Memory  /  Debunk

Who Threw the First Brick at Stonewall? Let’s Argue About It

How a particular fantasy of the Stonewall rebellion took on such huge importance in the queer imagination.

I’ve been a student of L.G.B.T.Q. history for more than two decades. O.K., “Student of L.G.B.T.Q. history” is kind of a fancy term for a closeted 14-year-old furtively reading about leather bar etiquette and hanky codes (colored hankies were once used by some gay men to signal sexual interests) on geocities websites, but along the way I did manage to absorb a decent understanding of gay history in the United States.

To coincide with the 50th anniversary of Stonewall, I made a video, “Who Threw the First Brick at Stonewall?” Spoiler alert: No one knows for sure who threw it, or even if a literal brick was thrown. But I wanted to try to find out why the first brick had remained such a popular myth.

Those of you who don’t spend hours online gossiping and arguing over RuPaul’s Drag Race contestants might not know how pervasive first brick memes have become in certain queer internet communities.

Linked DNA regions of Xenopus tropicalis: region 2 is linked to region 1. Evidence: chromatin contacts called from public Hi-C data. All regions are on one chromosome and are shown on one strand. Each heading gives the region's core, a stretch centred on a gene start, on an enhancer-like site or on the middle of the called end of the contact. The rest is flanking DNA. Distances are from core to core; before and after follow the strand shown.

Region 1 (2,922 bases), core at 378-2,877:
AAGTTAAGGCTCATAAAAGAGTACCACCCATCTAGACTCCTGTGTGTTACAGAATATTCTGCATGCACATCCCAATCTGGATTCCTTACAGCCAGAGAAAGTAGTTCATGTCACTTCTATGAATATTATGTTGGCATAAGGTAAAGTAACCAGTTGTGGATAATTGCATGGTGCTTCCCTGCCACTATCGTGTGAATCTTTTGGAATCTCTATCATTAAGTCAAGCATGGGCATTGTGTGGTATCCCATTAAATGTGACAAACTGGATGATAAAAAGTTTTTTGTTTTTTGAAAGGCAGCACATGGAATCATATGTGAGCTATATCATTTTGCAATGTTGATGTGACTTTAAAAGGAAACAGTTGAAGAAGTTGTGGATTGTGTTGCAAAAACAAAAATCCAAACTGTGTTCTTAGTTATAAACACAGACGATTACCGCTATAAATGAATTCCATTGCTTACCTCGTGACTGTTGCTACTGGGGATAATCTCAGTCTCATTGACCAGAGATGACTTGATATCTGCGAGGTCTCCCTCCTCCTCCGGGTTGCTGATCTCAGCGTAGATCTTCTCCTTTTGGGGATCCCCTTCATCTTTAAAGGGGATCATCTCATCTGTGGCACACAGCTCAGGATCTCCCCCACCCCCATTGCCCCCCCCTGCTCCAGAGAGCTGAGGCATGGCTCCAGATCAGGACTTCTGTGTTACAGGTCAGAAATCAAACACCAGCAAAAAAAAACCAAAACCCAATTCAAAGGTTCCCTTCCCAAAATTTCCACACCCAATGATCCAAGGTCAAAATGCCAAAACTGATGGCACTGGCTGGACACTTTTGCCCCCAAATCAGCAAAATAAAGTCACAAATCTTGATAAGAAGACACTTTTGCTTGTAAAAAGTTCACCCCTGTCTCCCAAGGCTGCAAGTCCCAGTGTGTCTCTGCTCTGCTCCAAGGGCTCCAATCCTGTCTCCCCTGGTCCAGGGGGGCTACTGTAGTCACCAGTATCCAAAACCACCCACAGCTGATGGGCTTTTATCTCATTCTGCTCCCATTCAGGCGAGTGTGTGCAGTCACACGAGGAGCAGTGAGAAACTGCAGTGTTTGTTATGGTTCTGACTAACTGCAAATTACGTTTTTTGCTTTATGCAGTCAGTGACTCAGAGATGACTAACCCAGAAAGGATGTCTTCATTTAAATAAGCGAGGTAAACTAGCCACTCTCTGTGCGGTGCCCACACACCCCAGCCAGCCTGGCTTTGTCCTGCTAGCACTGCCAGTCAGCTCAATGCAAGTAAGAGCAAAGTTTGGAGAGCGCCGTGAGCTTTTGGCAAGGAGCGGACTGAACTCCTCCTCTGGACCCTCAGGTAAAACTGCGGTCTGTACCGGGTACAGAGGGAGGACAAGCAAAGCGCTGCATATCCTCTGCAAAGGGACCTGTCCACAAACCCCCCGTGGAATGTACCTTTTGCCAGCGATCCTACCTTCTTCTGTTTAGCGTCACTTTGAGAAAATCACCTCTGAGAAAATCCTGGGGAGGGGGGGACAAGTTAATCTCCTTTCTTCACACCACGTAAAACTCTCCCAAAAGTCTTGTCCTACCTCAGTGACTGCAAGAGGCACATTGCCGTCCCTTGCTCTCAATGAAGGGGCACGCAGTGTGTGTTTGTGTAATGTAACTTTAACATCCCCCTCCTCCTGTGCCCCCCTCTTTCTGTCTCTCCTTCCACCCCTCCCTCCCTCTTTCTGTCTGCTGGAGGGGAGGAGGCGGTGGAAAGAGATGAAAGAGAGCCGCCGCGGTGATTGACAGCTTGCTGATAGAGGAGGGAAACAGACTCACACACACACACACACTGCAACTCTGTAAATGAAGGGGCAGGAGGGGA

They fall into three categories: earnest attempts to honor giants in the L.G.B.T.Q. movement (“Marsha P. Johnson threw the first brick at Stonewall”), tongue-in-cheek diva worship (“Madonna threw the first brick at Stonewall”) and satirical takedowns of straight celebrities who overplay their hand trying to be queer allies (“Nick Jonas threw the first brick at Stonewall”).

I love the silly first brick memes — my favorite to date being that Mario Kart Toadette threw the first brick — but the sincere ones that credited Sylvia Rivera or Marsha P. Johnson with inciting the Stonewall uprising gave me pause. The impact of Ms. Rivera and Ms. Johnson on the trans and gay movements can’t be overstated, but it doesn’t take much digging to learn that they didn’t start the Stonewall rebellion.

It shouldn’t surprise anyone that the internet can spread misinformation, but why had this particular fantasy of Stonewall taken on such importance in the queer imagination?

To find out, I interviewed people who participated in the Stonewall uprising, historians who had devoted years to studying L.G.B.T.Q. history and contemporary queer writers. It turns out that it wasn’t just the question of who threw the first brick: Apparently no one can agree on almost anything about Stonewall.